23 February 2010

Think Less or See More

I just saw one of my coworkers sitting on a bench in the lobby, staring toward the ground, but starting at nothing. I don't know him well, but he seems to be a smart man. As I walked by, this thought came to me: Depression is a function of the ratio of intellect to vision.

I've always liked the lyric, "I think I'm just scared. I think too much." When I have been depressed, I sometimes wished I could just stop thinking, because it was the thinking that was causing the depression.

An intellectual recognizes the dreariness and hopelessness in life. Some people do not have that sort of intellect. For example, there's a bum who commutes the opposite direction of me every morning. I see him in his blue hoodie and carhart coveralls. He holds both hands on the shopping cart, and limps along, one foot raised up behind him, his crutches tucked beneath the cart. Of course, I'm making some large assumptions, but I understand that there are lots of resources for a man like that to get back on his feet. Meagan tells me that if a person like that wants help, he can get it (especially in Salt Lake, so near the Church). But it's this lack of intellect (as I'm calling it) that keeps him from recognizing his situation as a problem. And, not seeing a problem, he has nothing to solve, and not much to get depressed about. (He always strikes me as being surprisingly content in his big fluffy beard.)

My other coworker makes another nice case study: He just turned 40. He recognizes that he's getting old--that his life is winding down--and this gets him down. Another man might approach that marker obliviously, proving the old adage that ignorance is bliss. Recognizing the problem puts my coworker at a disadvantage to the man who is oblivious. Unless--UNLESS--he lets this recognition move him to the next step...

Vision is the counterbalance to intellect. Intellect lets a man see his problems. Vision lets him react and overcome them. If the bum could see his situation as a problem, vision could then drive him to get help, and then a job and a roof. Intellect reminds the 40-year-old that life is short, but vision could drive him to spend his short lifetime changing the world, instead of playing World of Warcraft.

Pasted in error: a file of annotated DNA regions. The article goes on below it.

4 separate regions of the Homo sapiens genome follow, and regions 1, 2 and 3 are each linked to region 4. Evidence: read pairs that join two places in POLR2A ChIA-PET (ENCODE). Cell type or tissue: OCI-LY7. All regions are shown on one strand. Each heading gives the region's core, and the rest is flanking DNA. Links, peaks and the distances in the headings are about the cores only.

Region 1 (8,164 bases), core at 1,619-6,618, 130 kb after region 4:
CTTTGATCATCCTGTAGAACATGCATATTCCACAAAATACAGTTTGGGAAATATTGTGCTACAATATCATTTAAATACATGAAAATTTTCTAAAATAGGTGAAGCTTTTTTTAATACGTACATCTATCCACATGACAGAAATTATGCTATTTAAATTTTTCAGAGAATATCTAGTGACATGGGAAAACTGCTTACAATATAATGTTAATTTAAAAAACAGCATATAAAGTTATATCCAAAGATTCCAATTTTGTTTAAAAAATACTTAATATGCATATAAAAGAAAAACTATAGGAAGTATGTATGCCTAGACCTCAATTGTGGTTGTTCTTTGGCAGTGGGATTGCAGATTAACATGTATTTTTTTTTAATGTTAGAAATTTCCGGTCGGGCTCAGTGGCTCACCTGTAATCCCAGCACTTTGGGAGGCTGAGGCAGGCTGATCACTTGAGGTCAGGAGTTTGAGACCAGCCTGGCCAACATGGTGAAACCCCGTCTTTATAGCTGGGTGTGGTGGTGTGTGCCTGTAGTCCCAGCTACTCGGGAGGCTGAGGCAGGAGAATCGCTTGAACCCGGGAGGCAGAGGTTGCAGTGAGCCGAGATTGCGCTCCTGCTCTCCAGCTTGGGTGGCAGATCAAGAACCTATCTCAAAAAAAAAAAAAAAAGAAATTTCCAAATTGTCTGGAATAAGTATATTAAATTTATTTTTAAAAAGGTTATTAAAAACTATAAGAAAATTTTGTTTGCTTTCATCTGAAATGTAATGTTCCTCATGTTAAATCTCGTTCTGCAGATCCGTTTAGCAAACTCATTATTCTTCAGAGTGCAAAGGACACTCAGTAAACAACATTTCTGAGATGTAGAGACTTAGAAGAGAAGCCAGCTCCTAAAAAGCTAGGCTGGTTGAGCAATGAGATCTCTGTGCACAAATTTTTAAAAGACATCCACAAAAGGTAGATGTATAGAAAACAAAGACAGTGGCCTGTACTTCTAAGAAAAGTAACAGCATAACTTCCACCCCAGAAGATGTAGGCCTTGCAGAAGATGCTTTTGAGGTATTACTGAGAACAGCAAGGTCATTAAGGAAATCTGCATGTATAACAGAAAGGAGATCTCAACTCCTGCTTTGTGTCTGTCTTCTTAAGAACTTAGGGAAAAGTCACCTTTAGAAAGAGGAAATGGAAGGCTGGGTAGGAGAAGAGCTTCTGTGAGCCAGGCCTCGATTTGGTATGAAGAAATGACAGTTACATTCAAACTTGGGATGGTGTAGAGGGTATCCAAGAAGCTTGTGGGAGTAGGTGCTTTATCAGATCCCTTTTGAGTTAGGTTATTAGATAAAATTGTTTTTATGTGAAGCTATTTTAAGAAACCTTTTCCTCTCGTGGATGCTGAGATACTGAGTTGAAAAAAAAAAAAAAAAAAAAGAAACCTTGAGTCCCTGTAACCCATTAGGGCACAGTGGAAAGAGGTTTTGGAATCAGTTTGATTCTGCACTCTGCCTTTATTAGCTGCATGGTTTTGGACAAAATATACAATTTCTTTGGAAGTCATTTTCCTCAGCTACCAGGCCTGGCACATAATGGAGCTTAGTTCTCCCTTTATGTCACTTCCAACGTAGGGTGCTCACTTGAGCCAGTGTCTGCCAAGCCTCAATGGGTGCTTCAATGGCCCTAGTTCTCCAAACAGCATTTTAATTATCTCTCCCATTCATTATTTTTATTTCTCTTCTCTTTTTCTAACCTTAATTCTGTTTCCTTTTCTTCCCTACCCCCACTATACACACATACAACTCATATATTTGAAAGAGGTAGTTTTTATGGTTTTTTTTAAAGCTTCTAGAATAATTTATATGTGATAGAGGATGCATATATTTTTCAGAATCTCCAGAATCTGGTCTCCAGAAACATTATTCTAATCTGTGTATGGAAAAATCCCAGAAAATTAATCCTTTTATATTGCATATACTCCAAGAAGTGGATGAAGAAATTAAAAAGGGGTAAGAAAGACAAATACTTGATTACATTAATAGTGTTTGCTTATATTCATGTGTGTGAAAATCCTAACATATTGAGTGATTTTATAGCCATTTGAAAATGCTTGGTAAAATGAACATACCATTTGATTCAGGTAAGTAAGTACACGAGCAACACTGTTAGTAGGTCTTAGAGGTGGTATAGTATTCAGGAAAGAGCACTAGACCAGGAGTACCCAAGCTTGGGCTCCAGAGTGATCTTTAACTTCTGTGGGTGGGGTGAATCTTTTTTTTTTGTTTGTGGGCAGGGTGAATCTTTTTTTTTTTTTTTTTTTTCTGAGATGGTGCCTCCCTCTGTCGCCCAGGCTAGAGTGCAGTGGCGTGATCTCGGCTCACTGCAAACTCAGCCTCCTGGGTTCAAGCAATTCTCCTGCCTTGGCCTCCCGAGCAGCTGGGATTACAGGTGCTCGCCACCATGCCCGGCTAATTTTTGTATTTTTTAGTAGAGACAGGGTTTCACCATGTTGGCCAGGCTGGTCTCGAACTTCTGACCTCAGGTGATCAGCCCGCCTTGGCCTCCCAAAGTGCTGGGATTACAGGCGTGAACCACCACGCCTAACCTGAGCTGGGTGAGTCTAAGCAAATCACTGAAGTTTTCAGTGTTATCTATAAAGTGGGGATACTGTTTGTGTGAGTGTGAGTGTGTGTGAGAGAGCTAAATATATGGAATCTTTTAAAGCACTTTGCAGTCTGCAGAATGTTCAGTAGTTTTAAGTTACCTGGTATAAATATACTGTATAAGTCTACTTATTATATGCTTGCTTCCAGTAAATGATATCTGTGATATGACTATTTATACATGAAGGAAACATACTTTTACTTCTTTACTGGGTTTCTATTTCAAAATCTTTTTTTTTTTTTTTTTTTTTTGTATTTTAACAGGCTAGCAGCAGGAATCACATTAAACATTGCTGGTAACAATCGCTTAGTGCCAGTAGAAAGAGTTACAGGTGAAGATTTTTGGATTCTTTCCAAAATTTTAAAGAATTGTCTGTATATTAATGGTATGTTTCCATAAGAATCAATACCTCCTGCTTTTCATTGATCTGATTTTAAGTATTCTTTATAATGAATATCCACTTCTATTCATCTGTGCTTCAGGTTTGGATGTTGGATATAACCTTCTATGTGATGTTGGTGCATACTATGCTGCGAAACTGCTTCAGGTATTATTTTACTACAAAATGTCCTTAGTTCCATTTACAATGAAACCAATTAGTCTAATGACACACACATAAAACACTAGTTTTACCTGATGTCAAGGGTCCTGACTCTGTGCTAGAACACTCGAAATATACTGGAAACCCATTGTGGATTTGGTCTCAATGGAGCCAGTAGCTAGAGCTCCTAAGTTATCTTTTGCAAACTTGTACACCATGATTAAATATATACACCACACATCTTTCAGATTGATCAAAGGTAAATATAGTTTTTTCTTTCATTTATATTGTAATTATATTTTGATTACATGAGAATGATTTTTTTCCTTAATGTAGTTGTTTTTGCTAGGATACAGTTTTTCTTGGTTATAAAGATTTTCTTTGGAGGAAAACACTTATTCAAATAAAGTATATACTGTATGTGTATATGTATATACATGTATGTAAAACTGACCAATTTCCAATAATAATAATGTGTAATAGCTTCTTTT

Again, depression is having an improper balance of intellect and vision.

The solution, then, is either to think less or see more.

(Better to be a happy lunatic than a sad genius. Better still to be a happy genius.)


  1. I think you are right. Men must have hope; the problem is that you can't have hope without faith (and vice versa). Unless someone really believes that they can accomplish the things they envision, they will not only not act upon it, but it may even make them more depressed. One might even say that vision is the intellect expanded. It's a recognition of the way things can be and truly are for some.

    However, I don't believe that ignorance is bliss. There is no happiness without progression; of that I'm sure. And there is no progression without learning. Perhaps recognizing the awfulness of your situation is a sharp cut on the skin; it can be treated. Ignorance is a dull throb that can't be reached. Whatever pain the bum lacks by not realizing his wasted potential is bought at the price of feeling real joy and fulfillment. That's why learning is so important; just because we can't recognize our problems doesn't mean they aren't there. The more you know, the more you can grow!

  2. Interesting thoughts. Sometimes I get depressed because of thinking too much. Strange how that is. For me the best cure is action--like being productive and using time creating something.

  3. I think ignorance can be bliss. But of course, that depends on the situation. The knowledge that comes from overcoming ignorance is often more blissful.

  4. Sometimes it gets really hard to see or we choose not to. I think that's why we have to have friends who know us well enough to help us see what we've forgotten.

  5. relevant quotes perhaps:

    "A man of genius has been seldom ruined but by himself."

    "What makes life dreary is the want of motive." - T.S. Elliot

  6. that last one was george eliot...a.k.a. mary anne evans


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— J